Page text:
Gamblers methodically smoke while gambling, sometimes only half aware they’re doing it. Casino workers are very aware of it.

In the 1950s, shoe stores used machines called floroscopes to show that shoes fit well. These devices consisted of a wooden cabinet, a hole for a customer to put his or her newly shod foot inside, and three viewing ports, one for the salesman and one for the customer, plus one for a parent if the customer was a child.

“This device, by means of its X-ray attachment, makes it possible to see the bones of the foot inside the shoe and shows clearly any deformation or misplacement of the bony structure,” read a sales pitch for one such machine.

It turned out that shoe store floroscopes had widely fluctuating levels of radiation and that some of them gave what U.S. Center for Devices and Radiological Health official Thomas Shope called “fairly high exposures.” It is suspected that some people died as a result.

Inevitably, when there are recollections of this ritual, someone always wonders whether the customers suffered a higher than normal cancer rate.

But it was the shoe salespeople who had to repeatedly operate the devices who were really at risk.

The same kind of indirection accompanies the current debate over Nevada’s anti-smoking law.

“Bar and tavern owners, as well as customers, have expressed anger and confusion over the law since it was enacted,” reported the Las Vegas Review-Journal last week.

Owners and customers. Is someone missing from that survey?

“I have to shower—really well, including shampooing—before my wife will let me into bed,” says one Sparks Nugget dealer.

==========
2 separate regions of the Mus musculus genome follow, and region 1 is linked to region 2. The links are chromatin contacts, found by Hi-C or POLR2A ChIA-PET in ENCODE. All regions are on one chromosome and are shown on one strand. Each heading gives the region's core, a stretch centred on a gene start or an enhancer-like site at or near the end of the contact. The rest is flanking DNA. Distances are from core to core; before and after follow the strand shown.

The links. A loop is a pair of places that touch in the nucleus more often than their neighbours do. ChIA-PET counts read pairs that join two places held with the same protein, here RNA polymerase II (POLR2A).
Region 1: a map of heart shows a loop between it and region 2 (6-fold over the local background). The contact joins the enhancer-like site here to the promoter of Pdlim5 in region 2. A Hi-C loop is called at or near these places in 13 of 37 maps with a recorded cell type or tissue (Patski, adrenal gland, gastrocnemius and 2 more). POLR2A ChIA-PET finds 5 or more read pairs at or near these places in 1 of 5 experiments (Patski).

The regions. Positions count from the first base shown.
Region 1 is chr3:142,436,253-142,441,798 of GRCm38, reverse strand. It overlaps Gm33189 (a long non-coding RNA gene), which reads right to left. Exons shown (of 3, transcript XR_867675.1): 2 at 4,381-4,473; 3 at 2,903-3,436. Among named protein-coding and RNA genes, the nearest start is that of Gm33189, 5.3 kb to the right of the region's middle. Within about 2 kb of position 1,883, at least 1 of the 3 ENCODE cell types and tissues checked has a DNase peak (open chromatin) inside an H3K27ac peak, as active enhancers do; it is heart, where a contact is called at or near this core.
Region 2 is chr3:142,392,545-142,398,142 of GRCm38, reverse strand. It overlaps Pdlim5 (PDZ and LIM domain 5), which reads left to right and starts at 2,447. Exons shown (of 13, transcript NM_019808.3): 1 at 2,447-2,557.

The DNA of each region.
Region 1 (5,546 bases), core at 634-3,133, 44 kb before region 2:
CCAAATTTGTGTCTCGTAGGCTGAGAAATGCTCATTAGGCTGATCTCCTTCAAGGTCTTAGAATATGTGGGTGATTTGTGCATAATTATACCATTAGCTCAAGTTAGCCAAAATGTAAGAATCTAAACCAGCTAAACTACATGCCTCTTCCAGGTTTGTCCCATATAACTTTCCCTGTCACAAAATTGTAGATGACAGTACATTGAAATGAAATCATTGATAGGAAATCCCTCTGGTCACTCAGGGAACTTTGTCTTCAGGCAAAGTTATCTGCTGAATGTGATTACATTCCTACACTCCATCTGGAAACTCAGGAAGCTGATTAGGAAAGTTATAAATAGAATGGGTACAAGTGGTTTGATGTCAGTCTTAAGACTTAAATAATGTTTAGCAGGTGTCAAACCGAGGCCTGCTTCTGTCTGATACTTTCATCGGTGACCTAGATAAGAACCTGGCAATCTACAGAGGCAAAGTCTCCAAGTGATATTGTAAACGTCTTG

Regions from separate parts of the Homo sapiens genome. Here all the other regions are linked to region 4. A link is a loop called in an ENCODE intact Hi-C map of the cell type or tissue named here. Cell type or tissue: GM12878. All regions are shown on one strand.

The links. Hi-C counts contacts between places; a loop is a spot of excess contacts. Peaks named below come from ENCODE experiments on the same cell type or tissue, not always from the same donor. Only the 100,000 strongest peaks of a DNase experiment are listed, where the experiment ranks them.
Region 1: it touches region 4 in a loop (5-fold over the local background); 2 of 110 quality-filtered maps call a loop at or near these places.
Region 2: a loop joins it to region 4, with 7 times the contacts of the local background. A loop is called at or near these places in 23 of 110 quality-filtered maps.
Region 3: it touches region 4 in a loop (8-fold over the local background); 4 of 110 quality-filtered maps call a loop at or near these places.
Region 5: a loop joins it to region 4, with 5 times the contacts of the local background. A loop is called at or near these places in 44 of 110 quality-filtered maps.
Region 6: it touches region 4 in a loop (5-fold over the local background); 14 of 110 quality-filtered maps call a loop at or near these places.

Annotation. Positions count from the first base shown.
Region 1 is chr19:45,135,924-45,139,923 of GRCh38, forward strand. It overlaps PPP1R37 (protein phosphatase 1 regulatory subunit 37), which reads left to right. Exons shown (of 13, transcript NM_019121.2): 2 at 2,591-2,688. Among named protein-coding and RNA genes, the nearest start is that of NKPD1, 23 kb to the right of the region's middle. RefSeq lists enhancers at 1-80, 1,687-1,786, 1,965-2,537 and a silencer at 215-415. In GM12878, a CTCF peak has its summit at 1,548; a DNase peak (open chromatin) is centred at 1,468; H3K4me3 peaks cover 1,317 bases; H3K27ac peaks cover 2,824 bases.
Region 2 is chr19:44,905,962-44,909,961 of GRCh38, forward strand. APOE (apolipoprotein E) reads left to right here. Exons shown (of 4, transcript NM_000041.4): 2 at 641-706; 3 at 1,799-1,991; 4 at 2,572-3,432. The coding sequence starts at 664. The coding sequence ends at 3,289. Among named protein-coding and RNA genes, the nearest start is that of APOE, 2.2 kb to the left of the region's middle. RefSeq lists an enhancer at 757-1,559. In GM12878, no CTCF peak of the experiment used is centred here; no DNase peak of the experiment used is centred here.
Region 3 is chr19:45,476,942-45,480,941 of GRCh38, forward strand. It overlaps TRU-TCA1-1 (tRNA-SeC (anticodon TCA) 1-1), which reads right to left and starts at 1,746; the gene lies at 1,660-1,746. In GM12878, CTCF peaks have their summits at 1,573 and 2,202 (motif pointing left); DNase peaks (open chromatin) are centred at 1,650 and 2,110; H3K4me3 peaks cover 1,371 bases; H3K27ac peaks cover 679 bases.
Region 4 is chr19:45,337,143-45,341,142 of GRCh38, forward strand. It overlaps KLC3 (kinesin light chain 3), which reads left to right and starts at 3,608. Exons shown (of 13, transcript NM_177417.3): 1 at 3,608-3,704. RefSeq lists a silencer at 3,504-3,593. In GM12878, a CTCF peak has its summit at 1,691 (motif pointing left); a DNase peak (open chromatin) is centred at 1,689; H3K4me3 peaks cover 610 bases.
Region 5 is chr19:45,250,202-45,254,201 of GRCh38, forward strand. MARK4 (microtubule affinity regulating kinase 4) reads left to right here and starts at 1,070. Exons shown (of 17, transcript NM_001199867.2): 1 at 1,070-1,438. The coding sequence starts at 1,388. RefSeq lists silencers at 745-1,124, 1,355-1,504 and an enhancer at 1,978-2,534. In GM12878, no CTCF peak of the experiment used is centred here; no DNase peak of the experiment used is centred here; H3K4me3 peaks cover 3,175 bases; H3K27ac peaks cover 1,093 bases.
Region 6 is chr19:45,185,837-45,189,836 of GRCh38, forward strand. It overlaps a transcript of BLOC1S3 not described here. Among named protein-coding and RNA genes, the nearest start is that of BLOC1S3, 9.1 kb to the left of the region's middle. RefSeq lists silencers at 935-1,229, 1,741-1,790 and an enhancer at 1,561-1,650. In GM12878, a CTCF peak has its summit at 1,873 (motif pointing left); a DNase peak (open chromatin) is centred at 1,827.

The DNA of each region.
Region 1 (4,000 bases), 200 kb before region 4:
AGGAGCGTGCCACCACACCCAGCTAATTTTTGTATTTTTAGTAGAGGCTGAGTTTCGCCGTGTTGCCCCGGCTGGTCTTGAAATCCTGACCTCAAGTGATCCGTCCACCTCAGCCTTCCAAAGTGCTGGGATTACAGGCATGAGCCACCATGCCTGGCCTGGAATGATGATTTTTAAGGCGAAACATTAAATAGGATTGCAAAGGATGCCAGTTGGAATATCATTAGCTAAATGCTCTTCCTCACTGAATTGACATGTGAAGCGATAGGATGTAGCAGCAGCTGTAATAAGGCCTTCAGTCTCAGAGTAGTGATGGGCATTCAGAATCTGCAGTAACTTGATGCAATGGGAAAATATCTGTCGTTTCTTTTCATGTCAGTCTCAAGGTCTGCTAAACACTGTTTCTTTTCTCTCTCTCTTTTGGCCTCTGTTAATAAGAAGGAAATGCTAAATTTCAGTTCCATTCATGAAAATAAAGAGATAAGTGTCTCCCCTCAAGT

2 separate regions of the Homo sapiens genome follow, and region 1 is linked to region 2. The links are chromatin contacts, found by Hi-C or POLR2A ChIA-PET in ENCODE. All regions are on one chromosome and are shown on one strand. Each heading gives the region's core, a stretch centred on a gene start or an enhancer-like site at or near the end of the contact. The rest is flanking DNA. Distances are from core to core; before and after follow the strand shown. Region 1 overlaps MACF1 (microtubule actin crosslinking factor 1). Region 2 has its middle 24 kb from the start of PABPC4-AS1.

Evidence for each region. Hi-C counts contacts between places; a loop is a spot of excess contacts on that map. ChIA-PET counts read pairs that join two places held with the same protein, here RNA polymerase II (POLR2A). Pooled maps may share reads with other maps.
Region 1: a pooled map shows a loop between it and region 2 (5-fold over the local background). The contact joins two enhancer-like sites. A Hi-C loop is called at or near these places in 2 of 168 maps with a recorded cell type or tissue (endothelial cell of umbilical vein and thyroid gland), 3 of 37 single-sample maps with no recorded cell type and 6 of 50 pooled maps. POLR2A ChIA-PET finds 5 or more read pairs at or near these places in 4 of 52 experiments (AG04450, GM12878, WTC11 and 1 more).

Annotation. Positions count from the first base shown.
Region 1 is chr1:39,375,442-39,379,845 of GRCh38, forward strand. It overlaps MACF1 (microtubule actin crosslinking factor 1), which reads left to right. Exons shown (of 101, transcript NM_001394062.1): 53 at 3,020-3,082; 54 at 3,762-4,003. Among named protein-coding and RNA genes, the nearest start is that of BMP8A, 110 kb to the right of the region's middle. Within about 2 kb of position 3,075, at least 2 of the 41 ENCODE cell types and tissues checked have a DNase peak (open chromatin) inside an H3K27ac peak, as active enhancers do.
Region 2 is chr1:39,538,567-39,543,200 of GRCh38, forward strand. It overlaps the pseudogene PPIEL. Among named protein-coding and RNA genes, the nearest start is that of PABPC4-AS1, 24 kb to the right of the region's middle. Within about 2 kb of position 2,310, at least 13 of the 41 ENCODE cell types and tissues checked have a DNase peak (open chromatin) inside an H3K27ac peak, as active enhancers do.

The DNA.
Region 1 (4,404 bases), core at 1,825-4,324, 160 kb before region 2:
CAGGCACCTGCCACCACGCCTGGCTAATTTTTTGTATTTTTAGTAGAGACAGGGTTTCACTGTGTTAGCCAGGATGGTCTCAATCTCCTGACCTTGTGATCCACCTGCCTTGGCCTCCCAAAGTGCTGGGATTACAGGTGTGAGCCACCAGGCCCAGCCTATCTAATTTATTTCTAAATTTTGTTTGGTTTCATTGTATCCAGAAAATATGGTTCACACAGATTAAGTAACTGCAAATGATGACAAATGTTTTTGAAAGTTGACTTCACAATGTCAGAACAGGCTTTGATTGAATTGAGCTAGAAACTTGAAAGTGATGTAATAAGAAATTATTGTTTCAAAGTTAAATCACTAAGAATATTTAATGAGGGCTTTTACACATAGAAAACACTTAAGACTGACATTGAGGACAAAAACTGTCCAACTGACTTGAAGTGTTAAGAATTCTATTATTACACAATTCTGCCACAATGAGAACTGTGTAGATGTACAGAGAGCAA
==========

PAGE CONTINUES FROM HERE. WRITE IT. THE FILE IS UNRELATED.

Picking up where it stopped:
“I can’t smell it on myself after a shift because I’m so used to it,” says a casino worker at Harrah’s. “But I know it’s on me from the way people back away from me after the end of shift.”

“Tourists are in and out,” said a Circus Circus worker. “I breathe that stuff all night.”

Workers say the state anti-smoking law does them more good than it does customers, who are normally in a casino or restaurant for a relatively short time. Workers are there for a full shift—giving them extended exposure to involuntary inhalation of second-hand smoke.

Studies have shown that second-hand smoke can be a factor in asthma, heart disease, sudden infant death syndrome, cancer, stroke and premature death.

But extended exposure to second-hand smoke increases risks. One study found an increase in cotinine (a metabolite of nicotine) in the saliva of bar workers after they have endured three hours’ exposure to second-hand smoke. The California Environmental Protection Agency has reported that younger women can contract breast cancer as a result of extended exposure, and one study noted, “Women who work as waitresses receive the maximum exposure to second-hand smoke.”

In November 2006, 53.9 percent of Nevada voters approved a citizens’ initiative petition prohibiting smoking in restaurants, grocery stores, bars that serve food and public places open to children. Smoking is still permitted in casino gambling areas, strip bars and stand-alone bars. Anti-smoking forces turned to an initiative after state legislators and casino lobbyists defeated all their attempts to accomplish the same thing by legislation. Tailored not to arouse the opposition of casinos, the partial smoking ban was complicated and difficult to understand but clearly reduced allowable smoking and was approved by voters.

In a legal battle at the state district court level shortly after the measure was approved, District Judge Douglas Herndon permitted the smoking ban to stand but threw out criminal penalties. Civil fines can still be imposed. Herndon’s ruling was not appealed and the law took effect.

But the favoritism to casinos in the drafting of the initiative petition came back to haunt proponents. Non-casino businesses argued that they were losing trade to the casinos.

At a Senate legislative hearing in Carson City last week, business lobbyists and owners offered sweeping claims of damage they have suffered as a result of the partial smoking ban—dozens of bars closed, hundreds of workers laid off.